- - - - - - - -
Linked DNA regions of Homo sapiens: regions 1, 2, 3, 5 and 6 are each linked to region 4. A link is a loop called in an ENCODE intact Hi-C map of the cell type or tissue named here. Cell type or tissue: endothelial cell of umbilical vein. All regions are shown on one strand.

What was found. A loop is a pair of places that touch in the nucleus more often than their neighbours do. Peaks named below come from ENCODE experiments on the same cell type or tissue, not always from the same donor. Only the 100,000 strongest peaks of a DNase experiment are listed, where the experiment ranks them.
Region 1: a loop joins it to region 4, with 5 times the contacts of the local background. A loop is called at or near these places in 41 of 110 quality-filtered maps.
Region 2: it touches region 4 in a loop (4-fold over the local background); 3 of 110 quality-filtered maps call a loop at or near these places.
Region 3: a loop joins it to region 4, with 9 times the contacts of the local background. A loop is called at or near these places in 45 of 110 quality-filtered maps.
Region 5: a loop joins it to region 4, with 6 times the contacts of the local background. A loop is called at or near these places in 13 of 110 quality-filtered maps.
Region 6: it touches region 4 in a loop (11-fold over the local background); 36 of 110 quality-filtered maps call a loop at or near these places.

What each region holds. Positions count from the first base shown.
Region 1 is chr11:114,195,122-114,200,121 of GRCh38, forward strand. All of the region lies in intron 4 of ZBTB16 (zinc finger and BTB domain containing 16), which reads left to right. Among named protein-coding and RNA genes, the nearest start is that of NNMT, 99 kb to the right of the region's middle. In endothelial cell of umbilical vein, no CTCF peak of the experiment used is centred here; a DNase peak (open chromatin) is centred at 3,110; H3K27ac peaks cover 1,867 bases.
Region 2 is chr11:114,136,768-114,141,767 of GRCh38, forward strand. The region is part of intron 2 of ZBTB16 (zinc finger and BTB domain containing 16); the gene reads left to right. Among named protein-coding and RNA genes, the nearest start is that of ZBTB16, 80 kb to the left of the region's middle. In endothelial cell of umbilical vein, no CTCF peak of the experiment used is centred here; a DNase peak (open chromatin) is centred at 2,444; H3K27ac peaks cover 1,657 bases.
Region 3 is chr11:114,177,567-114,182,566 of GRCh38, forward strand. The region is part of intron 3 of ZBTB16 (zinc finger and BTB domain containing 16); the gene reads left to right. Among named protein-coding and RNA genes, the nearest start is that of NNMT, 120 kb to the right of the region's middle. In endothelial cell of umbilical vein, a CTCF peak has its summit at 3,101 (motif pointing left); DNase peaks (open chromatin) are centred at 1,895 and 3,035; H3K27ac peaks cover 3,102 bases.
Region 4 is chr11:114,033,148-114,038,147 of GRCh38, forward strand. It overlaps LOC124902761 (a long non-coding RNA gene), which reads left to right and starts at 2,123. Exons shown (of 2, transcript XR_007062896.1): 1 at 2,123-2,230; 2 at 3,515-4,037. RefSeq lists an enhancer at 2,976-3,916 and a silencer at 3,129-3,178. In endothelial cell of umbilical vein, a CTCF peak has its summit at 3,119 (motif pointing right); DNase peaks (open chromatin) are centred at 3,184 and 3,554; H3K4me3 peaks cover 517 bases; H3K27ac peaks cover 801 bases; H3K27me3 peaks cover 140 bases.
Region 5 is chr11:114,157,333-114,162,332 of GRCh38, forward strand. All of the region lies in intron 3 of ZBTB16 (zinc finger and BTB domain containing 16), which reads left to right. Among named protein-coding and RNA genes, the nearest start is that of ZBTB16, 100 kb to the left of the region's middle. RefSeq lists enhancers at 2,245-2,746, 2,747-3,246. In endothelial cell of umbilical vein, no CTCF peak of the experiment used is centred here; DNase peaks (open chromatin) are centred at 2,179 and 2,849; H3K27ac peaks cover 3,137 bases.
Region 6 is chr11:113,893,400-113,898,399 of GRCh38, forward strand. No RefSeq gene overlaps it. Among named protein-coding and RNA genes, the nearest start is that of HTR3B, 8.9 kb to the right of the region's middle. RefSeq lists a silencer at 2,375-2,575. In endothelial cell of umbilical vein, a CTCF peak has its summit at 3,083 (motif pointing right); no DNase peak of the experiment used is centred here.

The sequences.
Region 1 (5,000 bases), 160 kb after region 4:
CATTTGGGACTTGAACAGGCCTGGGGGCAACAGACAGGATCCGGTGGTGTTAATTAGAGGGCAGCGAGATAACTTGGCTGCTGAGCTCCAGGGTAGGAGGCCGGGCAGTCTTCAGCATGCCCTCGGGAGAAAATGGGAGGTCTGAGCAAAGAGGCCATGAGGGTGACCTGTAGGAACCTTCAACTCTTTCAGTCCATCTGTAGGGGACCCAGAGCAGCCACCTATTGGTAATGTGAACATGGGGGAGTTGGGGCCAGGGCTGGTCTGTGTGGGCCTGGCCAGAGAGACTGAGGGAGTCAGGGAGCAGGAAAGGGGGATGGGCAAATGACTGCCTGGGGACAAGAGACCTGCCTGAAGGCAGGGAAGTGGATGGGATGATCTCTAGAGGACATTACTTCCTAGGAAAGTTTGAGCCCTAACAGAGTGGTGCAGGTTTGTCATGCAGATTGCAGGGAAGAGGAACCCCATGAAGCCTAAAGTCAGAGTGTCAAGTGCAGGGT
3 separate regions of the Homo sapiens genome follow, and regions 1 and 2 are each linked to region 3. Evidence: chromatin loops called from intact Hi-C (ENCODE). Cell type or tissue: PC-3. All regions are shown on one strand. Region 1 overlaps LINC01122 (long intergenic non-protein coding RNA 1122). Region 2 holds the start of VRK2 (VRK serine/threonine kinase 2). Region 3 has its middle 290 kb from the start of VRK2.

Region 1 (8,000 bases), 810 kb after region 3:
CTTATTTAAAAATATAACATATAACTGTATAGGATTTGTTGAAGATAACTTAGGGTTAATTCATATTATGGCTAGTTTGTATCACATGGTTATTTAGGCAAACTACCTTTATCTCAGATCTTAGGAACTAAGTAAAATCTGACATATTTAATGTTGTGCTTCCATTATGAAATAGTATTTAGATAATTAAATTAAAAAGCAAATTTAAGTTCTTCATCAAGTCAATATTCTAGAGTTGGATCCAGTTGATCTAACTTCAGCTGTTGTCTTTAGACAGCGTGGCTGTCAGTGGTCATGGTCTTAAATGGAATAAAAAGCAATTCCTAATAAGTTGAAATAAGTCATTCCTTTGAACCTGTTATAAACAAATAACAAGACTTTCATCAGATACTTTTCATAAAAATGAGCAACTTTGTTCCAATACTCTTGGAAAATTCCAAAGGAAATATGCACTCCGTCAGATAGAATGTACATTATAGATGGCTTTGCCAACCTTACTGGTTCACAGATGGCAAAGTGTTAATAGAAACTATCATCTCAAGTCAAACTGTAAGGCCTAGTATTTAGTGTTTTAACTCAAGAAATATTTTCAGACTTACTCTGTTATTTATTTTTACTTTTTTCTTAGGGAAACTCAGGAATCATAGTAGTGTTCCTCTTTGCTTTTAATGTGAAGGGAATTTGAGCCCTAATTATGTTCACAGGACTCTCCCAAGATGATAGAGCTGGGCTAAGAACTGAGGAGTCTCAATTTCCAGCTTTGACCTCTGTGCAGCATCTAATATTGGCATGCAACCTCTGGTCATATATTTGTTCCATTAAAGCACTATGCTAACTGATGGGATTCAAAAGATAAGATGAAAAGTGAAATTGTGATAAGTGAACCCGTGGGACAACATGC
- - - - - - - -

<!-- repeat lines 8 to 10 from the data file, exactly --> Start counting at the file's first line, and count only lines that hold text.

What each region holds. Positions count from the first base shown.
Region 1 is chr11:114,195,122-114,200,121 of GRCh38, forward strand. All of the region lies in intron 4 of ZBTB16 (zinc finger and BTB domain containing 16), which reads left to right. Among named protein-coding and RNA genes, the nearest start is that of NNMT, 99 kb to the right of the region's middle. In endothelial cell of umbilical vein, no CTCF peak of the experiment used is centred here; a DNase peak (open chromatin) is centred at 3,110; H3K27ac peaks cover 1,867 bases.
Region 2 is chr11:114,136,768-114,141,767 of GRCh38, forward strand. The region is part of intron 2 of ZBTB16 (zinc finger and BTB domain containing 16); the gene reads left to right. Among named protein-coding and RNA genes, the nearest start is that of ZBTB16, 80 kb to the left of the region's middle. In endothelial cell of umbilical vein, no CTCF peak of the experiment used is centred here; a DNase peak (open chromatin) is centred at 2,444; H3K27ac peaks cover 1,657 bases.